These are communal ‘fight for it’ type spaces which can alter turn order, recruit workers of activate a Guild building on the main city board. The Guilds change game to game and can drastically change the way everyone plays.
When you finish ‘Planking’ you ‘Pass’ and stick all of your remaining workers you wish to use in the Woods and Mines and get them to gather resources. This is on the collection board and again uses the different types of workers. Elves get Wood (giggle), Dwarves Stone, a combination of one of each gets Metal and either can gain a gold.
Collection Board Image from BGG
The board is resolved with the player having a majority for each resource getting an extra one. This means passing last gives you an edge in this respect. When switching player order, it resolves in the order the characters were placed in the Kings camp. You switch your turn order shield with the player of your choice then turn it face down to show no one else can steal it.
I find this interesting that turn order can change between placing workers and activating them. Again, another lair in the game.
Now you collect income and pay taxes. Income is on your buildings, simple. But tax is a very nice thing that happens in this game. The Pentagonal board has 10 sides used as a scoring track. As you can points you move around these 10 edges of the board. the more you score, the more taxes you pay. It slows down a run away leader in a similar way to Suburbia.
City Board Image from BGG
Finally we get to takes our actions. In the newly established turn order you can take all your actions. Taking your Planked workers back to your supply to take actions in any order you like. You can buy a resource from the Trading Post, and sell one once per turn. You can buy a property card from the supply.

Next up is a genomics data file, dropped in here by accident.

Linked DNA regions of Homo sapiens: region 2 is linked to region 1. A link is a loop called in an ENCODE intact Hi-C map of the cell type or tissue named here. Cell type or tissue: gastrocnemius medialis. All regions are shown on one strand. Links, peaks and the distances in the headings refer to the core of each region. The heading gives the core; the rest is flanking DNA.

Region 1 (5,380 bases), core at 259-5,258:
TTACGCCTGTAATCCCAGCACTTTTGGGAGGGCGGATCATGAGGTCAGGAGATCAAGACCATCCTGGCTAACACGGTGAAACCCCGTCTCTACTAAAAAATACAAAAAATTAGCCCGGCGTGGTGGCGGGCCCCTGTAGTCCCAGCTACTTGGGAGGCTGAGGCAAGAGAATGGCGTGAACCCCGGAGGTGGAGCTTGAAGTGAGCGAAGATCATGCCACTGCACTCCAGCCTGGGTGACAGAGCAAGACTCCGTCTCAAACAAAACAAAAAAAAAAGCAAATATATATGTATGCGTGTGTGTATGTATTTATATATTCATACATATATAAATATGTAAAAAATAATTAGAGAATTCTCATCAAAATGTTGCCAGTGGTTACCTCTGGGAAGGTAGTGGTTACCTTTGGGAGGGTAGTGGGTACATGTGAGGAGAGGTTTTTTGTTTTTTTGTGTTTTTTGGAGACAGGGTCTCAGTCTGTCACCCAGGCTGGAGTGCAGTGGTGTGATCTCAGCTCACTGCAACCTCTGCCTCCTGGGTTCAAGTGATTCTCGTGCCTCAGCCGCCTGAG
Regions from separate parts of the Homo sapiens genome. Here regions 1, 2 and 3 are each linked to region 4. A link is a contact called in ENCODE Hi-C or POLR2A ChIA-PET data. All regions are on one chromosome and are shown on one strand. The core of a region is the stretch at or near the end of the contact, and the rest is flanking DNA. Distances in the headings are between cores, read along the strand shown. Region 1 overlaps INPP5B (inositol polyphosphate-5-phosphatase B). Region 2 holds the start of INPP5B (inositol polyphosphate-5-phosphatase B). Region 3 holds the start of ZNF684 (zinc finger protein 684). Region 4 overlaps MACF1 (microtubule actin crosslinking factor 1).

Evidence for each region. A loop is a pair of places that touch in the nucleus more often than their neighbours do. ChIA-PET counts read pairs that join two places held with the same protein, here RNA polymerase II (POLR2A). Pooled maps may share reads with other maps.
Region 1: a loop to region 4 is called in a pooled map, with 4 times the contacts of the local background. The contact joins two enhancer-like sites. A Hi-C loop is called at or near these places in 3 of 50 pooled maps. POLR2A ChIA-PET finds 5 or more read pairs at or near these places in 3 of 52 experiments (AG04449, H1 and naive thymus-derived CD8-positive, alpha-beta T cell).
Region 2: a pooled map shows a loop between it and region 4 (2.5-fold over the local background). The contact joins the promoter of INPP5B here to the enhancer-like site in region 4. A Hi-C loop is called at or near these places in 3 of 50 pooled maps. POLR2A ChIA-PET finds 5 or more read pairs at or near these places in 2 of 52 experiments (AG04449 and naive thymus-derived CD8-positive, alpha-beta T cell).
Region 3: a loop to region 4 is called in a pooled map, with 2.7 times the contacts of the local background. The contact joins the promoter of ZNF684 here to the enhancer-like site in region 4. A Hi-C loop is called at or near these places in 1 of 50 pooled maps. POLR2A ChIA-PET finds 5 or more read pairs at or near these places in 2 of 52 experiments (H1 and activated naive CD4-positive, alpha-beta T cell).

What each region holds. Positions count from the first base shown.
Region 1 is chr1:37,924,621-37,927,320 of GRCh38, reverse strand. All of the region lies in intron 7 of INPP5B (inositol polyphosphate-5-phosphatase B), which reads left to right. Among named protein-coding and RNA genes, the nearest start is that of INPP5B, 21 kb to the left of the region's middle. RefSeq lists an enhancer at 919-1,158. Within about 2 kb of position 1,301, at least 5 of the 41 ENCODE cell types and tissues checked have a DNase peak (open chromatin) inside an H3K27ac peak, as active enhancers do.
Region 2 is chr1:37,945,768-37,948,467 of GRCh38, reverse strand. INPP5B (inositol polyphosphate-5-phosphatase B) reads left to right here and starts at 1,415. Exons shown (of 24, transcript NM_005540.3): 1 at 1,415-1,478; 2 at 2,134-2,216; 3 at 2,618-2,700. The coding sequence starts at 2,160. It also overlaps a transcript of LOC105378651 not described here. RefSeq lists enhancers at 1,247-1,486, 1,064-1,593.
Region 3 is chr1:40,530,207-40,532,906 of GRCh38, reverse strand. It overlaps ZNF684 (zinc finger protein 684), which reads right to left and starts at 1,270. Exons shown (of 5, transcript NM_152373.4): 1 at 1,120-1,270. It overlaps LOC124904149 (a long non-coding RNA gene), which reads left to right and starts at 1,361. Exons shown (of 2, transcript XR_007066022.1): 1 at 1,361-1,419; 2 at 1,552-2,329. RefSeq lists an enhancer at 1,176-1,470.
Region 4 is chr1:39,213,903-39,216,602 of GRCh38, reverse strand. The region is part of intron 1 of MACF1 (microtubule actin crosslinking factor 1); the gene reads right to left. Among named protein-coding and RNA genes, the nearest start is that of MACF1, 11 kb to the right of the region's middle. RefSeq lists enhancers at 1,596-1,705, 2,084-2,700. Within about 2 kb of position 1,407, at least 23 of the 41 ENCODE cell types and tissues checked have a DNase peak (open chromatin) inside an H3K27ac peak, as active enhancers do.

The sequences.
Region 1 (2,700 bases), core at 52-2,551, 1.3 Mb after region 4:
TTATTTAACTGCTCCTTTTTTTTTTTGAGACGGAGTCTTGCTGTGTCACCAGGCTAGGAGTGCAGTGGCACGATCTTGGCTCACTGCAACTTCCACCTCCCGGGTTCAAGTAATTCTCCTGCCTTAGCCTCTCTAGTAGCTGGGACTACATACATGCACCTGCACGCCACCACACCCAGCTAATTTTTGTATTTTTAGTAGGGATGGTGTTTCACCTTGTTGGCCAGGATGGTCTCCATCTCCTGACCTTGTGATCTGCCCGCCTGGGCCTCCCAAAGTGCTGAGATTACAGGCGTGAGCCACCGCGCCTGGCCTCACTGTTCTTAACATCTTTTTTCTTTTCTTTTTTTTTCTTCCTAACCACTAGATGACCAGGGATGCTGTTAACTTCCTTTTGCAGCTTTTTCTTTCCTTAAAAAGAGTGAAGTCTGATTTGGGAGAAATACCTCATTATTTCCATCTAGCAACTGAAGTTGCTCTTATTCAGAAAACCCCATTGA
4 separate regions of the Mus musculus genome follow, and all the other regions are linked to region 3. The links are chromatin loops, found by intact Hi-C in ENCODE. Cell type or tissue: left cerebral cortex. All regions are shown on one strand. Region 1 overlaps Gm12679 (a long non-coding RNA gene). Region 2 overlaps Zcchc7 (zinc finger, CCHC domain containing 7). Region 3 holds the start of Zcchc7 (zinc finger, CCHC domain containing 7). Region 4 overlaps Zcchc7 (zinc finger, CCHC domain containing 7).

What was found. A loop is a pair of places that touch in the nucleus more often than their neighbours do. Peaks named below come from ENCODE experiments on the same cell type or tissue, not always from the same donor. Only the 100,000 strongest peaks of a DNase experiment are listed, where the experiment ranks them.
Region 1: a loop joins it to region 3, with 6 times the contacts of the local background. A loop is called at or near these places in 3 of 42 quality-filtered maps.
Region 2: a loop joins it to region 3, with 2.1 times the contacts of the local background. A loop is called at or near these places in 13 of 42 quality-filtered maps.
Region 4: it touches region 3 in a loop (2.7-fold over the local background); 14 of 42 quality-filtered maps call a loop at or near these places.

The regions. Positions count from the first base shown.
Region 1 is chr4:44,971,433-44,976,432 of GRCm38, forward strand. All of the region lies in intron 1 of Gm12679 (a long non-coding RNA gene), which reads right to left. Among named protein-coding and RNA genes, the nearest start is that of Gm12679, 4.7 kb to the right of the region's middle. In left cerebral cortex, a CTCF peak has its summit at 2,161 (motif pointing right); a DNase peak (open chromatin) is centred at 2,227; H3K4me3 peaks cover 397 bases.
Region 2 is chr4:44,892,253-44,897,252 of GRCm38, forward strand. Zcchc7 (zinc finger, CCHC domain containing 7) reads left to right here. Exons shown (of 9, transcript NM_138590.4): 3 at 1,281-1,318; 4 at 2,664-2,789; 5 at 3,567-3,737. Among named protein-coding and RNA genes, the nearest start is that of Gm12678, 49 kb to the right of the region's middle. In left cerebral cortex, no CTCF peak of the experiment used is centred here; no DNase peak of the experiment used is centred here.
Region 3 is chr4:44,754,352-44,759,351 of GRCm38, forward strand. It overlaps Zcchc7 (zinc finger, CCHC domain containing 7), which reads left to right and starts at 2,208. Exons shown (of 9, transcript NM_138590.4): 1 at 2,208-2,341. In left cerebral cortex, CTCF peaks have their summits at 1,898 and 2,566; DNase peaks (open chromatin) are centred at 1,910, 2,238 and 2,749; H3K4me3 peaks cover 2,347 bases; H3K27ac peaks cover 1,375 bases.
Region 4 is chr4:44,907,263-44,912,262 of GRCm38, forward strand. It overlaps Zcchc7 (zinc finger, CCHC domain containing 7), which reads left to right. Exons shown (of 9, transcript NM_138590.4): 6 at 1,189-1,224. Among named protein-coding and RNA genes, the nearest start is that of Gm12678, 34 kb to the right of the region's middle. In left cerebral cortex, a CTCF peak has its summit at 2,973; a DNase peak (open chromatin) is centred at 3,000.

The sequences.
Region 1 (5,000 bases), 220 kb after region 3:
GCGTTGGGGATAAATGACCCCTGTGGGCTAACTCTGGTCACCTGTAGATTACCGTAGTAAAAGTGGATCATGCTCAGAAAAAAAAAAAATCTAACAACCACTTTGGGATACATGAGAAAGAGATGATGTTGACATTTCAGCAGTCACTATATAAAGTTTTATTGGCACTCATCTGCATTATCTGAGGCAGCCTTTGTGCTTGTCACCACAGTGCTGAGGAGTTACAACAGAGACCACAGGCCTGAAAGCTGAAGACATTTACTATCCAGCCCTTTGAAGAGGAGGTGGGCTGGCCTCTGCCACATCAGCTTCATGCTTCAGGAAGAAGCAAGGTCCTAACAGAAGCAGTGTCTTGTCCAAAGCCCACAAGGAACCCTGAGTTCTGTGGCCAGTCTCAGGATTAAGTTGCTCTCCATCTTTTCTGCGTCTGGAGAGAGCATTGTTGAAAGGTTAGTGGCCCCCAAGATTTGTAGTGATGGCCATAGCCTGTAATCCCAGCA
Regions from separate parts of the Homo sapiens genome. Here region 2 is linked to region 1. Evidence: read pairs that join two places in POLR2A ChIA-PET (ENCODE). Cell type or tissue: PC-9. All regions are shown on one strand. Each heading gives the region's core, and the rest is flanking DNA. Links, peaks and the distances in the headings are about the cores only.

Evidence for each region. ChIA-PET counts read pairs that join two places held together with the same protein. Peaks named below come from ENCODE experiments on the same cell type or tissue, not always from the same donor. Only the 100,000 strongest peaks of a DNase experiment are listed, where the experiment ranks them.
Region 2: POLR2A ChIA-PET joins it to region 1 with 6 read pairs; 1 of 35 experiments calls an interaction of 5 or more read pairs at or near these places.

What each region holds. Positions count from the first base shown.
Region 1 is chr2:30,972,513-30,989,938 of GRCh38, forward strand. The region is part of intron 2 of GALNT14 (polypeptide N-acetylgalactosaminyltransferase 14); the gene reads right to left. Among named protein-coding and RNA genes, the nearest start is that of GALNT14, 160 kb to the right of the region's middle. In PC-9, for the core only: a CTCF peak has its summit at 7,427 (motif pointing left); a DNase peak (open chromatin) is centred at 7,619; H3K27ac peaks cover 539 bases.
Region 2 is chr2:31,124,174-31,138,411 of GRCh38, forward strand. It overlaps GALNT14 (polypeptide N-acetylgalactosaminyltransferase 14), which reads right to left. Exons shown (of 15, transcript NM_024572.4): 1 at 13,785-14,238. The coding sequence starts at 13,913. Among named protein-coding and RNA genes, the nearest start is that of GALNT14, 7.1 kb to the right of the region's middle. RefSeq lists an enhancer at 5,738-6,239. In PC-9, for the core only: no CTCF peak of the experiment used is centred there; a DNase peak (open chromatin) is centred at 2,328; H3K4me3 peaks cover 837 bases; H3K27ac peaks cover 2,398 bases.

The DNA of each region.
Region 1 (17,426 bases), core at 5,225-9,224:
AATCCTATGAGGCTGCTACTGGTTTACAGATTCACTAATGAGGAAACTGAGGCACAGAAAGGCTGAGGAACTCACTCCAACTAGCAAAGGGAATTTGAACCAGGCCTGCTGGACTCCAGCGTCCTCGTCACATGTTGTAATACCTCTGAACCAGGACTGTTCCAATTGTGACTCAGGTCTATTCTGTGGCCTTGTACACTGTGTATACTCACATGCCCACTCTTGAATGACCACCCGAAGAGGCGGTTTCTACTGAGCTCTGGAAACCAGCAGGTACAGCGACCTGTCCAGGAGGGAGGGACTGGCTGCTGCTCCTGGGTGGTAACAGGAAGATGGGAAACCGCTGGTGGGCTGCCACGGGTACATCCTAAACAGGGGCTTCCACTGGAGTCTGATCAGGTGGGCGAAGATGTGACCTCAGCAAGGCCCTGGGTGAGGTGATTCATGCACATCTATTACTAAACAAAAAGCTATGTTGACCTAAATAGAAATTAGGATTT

The other thing you can do is build a building form your hand, and/or buy a gnome. Buildings are built by trading in resources. Buildings have abilities which you an use in the action phase but more importantly they let you but a building on the city board. Putting the building on it’s corresponding icon on the board in one of the 5 city segments is the ‘area control’ aspect of the game. You’re looking to have the most buildings in each segment to score as many points as possible.
Gnomes are used to unlock building abilities, check these two buildings out I built.
The Inn on the left lets you use an Elf or Dwarf and pay one gold to hire a Dwarf or Elf. The pentagonal Gnome token was used to unlock this ability.
The bank, which gives you one gold per turn, has a padlock icon in an empty pentagonal shape. Once a Gnome is purchased and added I would be able to use this ability.
Scoring occurs on the 3rd, 5th and final round. You score points for majorities in each city segment and whoever has the most Dwarves, Elves and Gnomes.
Most points wins.
I like this, especially in comparison to other worker placement games.
The cuteness factor helps me with this game. I like the humour, the cute/chunky components and the nice overall look of the game.
One I would play again, and maybe one you need to play again to fully understand. The buildings, gnomes and resource management as well as the area control aspect gives you plenty to think about.
Looking forward to a second play.